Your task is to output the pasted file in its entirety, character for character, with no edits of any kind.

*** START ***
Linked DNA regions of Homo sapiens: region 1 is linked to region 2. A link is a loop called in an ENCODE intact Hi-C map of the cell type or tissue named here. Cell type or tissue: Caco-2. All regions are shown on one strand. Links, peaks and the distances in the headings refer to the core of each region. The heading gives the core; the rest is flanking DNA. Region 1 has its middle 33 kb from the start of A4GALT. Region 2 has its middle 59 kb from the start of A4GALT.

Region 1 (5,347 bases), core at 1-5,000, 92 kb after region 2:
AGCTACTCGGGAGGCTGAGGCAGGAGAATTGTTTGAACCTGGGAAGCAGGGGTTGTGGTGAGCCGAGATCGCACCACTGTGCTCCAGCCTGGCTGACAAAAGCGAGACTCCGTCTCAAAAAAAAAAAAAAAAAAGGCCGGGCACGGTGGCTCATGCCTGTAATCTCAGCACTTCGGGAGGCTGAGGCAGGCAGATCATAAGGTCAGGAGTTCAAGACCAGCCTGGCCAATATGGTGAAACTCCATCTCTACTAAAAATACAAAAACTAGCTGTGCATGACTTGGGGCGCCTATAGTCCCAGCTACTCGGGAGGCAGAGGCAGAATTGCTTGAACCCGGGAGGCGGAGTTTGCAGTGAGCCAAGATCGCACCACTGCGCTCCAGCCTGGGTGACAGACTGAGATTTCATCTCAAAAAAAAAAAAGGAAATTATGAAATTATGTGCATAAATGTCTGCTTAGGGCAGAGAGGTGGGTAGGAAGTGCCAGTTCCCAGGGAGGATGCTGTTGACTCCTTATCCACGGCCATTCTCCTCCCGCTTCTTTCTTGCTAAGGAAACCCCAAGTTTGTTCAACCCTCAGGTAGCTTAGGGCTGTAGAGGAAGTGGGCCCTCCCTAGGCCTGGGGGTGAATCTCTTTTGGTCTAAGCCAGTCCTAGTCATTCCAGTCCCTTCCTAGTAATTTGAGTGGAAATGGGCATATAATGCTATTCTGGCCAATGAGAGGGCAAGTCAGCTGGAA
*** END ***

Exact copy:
Linked DNA regions of Homo sapiens: region 1 is linked to region 2. A link is a loop called in an ENCODE intact Hi-C map of the cell type or tissue named here. Cell type or tissue: Caco-2. All regions are shown on one strand. Links, peaks and the distances in the headings refer to the core of each region. The heading gives the core; the rest is flanking DNA. Region 1 has its middle 33 kb from the start of A4GALT. Region 2 has its middle 59 kb from the start of A4GALT.

Region 1 (5,347 bases), core at 1-5,000, 92 kb after region 2:
AGCTACTCGGGAGGCTGAGGCAGGAGAATTGTTTGAACCTGGGAAGCAGGGGTTGTGGTGAGCCGAGATCGCACCACTGTGCTCCAGCCTGGCTGACAAAAGCGAGACTCCGTCTCAAAAAAAAAAAAAAAAAAGGCCGGGCACGGTGGCTCATGCCTGTAATCTCAGCACTTCGGGAGGCTGAGGCAGGCAGATCATAAGGTCAGGAGTTCAAGACCAGCCTGGCCAATATGGTGAAACTCCATCTCTACTAAAAATACAAAAACTAGCTGTGCATGACTTGGGGCGCCTATAGTCCCAGCTACTCGGGAGGCAGAGGCAGAATTGCTTGAACCCGGGAGGCGGAGTTTGCAGTGAGCCAAGATCGCACCACTGCGCTCCAGCCTGGGTGACAGACTGAGATTTCATCTCAAAAAAAAAAAAGGAAATTATGAAATTATGTGCATAAATGTCTGCTTAGGGCAGAGAGGTGGGTAGGAAGTGCCAGTTCCCAGGGAGGATGCTGTTGACTCCTTATCCACGGCCATTCTCCTCCCGCTTCTTTCTTGCTAAGGAAACCCCAAGTTTGTTCAACCCTCAGGTAGCTTAGGGCTGTAGAGGAAGTGGGCCCTCCCTAGGCCTGGGGGTGAATCTCTTTTGGTCTAAGCCAGTCCTAGTCATTCCAGTCCCTTCCTAGTAATTTGAGTGGAAATGGGCATATAATGCTATTCTGGCCAATGAGAGGGCAAGTCAGCTGGAA